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After setting up the Raspberry Pi, register it in Systems Manager and run commands from AWS

After setting up the Raspberry Pi, register it in Systems Manager and run commands from AWS

AWS Systems Manager can manage not only EC2 instances, but also servers in hybrid and multi-cloud environments.

Setting up Systems Manager for hybrid and multicloud environments - AWS Systems Manager
Set up Systems Manager to configure and manage non-EC2 machines for use in a hybrid and multicloud environment.

In this page, the Raspberry Pi 5 is registered with Systems Manager as if it were an on-premise server.
After registration, use the Systems Manager feature to run commands on the Raspberry Pi 5 from the AWS side.

Environment

Diagram of After setting up the Raspberry Pi, register it in Systems Manager and run commands from AWS.

Initial setup of the Raspberry Pi 5.
Specifically

  • Procurement of necessary supplies
  • OS Installation
  • Assembly and initial start-up

The OS to be installed on the Raspberry Pi will be the Raspberry Pi OS.
In addition, Macbook Air (M1, 2020) Sonoma 14.3.1 will be used for OS installation and other tasks.

Create an SSM Hybrid Activation to manage the Raspberry Pi with Systems Manager.
Install the SSM Agent on the Raspberry Pi while using the activation ID and code you prepared.

Once the Raspberry Pi can be managed by Systems Manager, we will use the functions of Systems Manager to execute commands on the Raspberry Pi.
In this case, for verification purposes, we will run the command to create a test file.

CloudFormation template files

In the above configuration, CloudFormation is used to build the AWS-side configuration.
The CloudFormation template is placed at the following URL

awstut-fa/152 at main · awstut-an-r/awstut-fa
Contribute to awstut-an-r/awstut-fa development by creating an account on GitHub.

Raspberry Pi 5 first time setup

Procurement of necessary supplies

I have purchased the following items from Amazon.

Detail of Raspberry Pi 01.

Raspberry Pi 5

The first is the Raspberry Pi 5 itself.

This time, I purchased an 8GB type of memory.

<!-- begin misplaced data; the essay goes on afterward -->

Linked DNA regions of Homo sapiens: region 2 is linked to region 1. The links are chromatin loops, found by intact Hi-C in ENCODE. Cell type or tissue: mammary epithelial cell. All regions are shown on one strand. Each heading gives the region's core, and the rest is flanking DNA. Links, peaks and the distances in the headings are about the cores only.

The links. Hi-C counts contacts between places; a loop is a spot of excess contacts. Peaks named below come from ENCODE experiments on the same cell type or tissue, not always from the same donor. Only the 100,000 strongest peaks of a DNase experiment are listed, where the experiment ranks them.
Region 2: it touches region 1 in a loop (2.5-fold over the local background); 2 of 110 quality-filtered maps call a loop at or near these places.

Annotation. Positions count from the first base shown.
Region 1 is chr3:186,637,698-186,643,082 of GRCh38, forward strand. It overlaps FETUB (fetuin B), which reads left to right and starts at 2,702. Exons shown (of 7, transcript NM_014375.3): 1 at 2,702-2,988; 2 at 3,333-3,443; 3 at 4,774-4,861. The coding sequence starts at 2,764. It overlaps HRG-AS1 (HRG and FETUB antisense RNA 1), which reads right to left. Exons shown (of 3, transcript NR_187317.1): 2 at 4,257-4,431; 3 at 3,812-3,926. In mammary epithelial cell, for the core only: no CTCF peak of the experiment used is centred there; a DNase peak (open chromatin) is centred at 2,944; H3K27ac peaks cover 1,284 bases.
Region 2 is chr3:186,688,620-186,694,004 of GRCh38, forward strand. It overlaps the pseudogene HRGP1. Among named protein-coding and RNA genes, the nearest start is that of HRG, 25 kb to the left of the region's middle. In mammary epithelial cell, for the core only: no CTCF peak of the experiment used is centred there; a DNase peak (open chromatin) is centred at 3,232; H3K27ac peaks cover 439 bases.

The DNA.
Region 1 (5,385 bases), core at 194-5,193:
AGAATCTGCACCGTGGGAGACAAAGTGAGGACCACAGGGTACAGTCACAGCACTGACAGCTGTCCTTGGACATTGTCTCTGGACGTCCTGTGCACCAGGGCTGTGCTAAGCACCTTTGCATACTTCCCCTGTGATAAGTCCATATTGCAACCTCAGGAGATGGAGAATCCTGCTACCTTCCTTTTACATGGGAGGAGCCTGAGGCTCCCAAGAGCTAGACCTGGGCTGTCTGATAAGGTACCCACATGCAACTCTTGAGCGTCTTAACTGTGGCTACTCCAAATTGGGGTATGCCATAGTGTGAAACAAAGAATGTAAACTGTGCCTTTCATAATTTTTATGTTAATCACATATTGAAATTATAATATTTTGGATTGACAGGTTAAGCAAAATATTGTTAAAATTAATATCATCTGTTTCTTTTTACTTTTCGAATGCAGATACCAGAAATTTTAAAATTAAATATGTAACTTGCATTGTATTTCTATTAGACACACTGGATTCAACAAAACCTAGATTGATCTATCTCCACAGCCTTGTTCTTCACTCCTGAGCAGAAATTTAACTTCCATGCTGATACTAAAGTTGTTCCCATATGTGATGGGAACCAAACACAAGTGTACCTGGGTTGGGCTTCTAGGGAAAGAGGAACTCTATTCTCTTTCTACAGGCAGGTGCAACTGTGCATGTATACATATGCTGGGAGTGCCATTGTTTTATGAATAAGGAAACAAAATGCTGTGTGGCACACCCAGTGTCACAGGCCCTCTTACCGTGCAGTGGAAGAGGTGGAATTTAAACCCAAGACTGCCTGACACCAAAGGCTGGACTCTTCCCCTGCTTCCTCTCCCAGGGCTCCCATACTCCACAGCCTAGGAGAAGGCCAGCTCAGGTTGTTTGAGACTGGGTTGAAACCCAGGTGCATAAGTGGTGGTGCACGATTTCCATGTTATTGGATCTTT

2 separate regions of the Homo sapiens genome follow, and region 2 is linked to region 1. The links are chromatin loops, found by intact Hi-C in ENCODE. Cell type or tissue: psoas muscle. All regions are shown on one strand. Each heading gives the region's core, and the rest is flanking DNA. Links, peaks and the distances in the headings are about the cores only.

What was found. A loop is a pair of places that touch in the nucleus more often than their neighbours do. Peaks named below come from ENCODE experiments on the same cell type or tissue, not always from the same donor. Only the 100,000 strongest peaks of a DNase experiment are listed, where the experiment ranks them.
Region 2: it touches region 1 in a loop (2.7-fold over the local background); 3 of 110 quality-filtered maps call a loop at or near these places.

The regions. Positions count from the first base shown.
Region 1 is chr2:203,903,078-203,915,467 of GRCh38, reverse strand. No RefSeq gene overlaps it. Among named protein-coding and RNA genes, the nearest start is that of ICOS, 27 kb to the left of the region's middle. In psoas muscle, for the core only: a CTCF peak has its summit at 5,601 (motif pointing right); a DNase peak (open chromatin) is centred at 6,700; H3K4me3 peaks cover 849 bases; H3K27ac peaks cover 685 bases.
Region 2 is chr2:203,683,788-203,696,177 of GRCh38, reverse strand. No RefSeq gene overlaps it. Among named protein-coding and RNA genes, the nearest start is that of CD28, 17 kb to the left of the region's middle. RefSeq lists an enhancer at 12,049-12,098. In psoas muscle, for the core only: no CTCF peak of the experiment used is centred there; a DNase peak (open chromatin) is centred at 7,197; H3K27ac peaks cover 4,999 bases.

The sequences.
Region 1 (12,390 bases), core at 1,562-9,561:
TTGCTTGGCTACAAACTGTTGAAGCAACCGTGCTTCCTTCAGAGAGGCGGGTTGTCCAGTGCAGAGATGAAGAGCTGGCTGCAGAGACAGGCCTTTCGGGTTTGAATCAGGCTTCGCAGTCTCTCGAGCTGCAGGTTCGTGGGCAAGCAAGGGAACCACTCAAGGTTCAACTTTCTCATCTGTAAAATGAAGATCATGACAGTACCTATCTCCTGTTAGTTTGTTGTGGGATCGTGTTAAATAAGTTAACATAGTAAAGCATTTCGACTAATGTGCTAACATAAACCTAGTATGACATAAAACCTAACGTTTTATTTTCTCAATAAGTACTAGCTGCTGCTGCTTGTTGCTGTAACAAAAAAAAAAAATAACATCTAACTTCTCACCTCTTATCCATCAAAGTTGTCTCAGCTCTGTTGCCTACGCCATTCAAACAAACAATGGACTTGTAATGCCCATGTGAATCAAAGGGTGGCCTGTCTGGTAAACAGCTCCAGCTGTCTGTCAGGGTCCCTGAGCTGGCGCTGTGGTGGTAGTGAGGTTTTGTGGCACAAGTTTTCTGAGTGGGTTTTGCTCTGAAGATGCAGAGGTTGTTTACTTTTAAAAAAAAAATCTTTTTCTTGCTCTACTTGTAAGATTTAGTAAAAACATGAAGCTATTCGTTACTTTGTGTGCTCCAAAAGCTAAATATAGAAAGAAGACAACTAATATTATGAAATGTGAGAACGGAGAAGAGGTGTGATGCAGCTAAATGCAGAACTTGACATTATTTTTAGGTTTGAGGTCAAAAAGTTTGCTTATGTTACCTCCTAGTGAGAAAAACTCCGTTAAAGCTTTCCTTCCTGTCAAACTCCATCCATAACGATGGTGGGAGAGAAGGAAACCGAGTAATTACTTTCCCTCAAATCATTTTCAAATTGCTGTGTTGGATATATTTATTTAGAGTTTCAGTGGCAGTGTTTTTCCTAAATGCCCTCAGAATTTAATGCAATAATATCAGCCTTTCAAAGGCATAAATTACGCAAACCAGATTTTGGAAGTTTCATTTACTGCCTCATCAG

SD card

The second is the SD card.

We chose a 128GB capacity.

Case

The third is a Raspberry Pi case.

Since it is undesirable to operate with the base exposed, and since we had heard that Raspberry Pi 5 generates a lot of heat, we prepared a case with a cooling fan.

Micro HDMI to HDMI Conversion Adapter

The fourth is a Micro HDMI to HDMI conversion adapter.

The port for video that the Raspberry Pi 5 has is Micro HDMI.
Since I did not have a cable for this port on hand, I purchased an adapter to convert it to a regular HDMI cable.

OS Installation

SD Card Preparation

The Raspberry Pi uses the SD card as storage.
So install the OS on the SD card.

First, remove the SD card from the packaging.

Detail of Raspberry Pi 03.

Attach the adapter to the micro SD card.

Detail of Raspberry Pi 04.

Recent Macbook Airs do not have a slot for an SD card, so a dock for a Macbook is used.

Connect the Macbook and SD card as follows

Detail of Raspberry Pi 05.

OS installation to SD card using Raspberry Pi Imager

Using a Macbook, install the OS on the SD card.
Use Raspberry Pi Imager for OS installation.

Just a moment...

In order to use the Raspberry Pi Imager, the software must be installed on your Macbook.
Download the installer from the above page.

Detail of Raspberry Pi 06.

Double-click the downloaded installer and drag and drop the Raspberry Pi Imager into Applications.
This will install the Raspberry Pi Imager.

Detail of Raspberry Pi 07.

Launch the installed Raspberry Pi Imager.

Detail of Raspberry Pi 08.

Specify three items.

The items on the left relate to devices that boot the OS.

Detail of Raspberry Pi 09.

Select “Rasberry Pi 5.”

The middle item relates to the type of OS and the number of OS bits.

Detail of Raspberry Pi 10.

Select “Raspberry Pi OS (64-bit)”.

The items on the right relate to the SD card on which the OS is installed.

Detail of Raspberry Pi 11.

Select the SD card you just connected.

After completing the three selections, press “Next” and a page regarding additional configuration changes (Use OS customization?) will appear.

Detail of Raspberry Pi 12.

Press “Edit Settings.”

Three tabs will be displayed.
Each set as follows.

Detail of Raspberry Pi 13.
Detail of Raspberry Pi 14.
Detail of Raspberry Pi 15.